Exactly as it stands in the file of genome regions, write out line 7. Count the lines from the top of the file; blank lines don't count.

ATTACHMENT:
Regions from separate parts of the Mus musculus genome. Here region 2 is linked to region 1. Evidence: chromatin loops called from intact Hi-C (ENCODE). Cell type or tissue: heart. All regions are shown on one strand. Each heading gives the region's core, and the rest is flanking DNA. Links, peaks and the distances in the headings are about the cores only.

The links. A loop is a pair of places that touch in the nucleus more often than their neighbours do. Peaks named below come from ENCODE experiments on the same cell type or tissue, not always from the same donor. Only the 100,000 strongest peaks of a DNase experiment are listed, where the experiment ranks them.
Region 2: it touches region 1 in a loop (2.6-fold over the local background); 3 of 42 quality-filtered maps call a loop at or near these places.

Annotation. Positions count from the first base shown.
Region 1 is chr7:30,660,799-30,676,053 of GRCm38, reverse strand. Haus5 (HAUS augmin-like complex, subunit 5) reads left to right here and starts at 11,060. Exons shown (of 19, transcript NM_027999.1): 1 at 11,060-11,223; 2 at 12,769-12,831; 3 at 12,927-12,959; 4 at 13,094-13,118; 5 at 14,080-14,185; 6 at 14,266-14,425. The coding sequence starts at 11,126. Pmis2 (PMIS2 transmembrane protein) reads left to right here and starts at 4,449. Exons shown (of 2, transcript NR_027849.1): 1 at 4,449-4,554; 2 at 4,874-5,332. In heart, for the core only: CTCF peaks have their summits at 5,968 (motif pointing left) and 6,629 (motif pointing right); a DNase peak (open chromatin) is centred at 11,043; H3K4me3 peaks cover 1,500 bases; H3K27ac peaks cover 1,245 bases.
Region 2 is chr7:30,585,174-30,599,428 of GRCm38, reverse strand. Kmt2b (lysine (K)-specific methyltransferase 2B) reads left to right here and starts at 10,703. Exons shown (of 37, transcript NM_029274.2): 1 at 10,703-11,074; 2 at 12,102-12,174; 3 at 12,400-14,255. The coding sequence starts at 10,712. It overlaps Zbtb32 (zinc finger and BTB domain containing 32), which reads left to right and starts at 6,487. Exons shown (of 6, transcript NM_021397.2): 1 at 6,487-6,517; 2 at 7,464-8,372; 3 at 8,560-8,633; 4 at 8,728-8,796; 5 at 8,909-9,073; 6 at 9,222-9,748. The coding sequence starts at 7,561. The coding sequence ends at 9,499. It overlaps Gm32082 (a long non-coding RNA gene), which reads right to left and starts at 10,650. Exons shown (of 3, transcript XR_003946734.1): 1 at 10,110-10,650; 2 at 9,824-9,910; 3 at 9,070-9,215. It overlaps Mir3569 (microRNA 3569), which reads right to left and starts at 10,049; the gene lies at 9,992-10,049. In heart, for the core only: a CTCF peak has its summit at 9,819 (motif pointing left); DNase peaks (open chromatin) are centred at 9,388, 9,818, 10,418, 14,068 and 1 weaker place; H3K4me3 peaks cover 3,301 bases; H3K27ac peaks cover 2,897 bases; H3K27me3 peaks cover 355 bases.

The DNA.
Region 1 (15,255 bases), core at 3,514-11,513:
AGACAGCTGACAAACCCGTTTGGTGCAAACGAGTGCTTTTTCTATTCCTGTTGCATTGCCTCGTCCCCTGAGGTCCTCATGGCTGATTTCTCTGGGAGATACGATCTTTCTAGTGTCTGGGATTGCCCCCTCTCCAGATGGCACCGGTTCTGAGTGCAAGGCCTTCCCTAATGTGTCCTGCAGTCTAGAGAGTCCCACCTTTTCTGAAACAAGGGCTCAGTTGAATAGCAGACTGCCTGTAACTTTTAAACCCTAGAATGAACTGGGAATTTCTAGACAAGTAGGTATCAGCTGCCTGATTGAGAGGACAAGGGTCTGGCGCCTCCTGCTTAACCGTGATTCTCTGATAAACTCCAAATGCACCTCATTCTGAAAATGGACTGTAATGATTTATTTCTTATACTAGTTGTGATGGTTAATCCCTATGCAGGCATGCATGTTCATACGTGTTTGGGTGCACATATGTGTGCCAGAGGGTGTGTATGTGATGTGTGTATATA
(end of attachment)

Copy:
The DNA.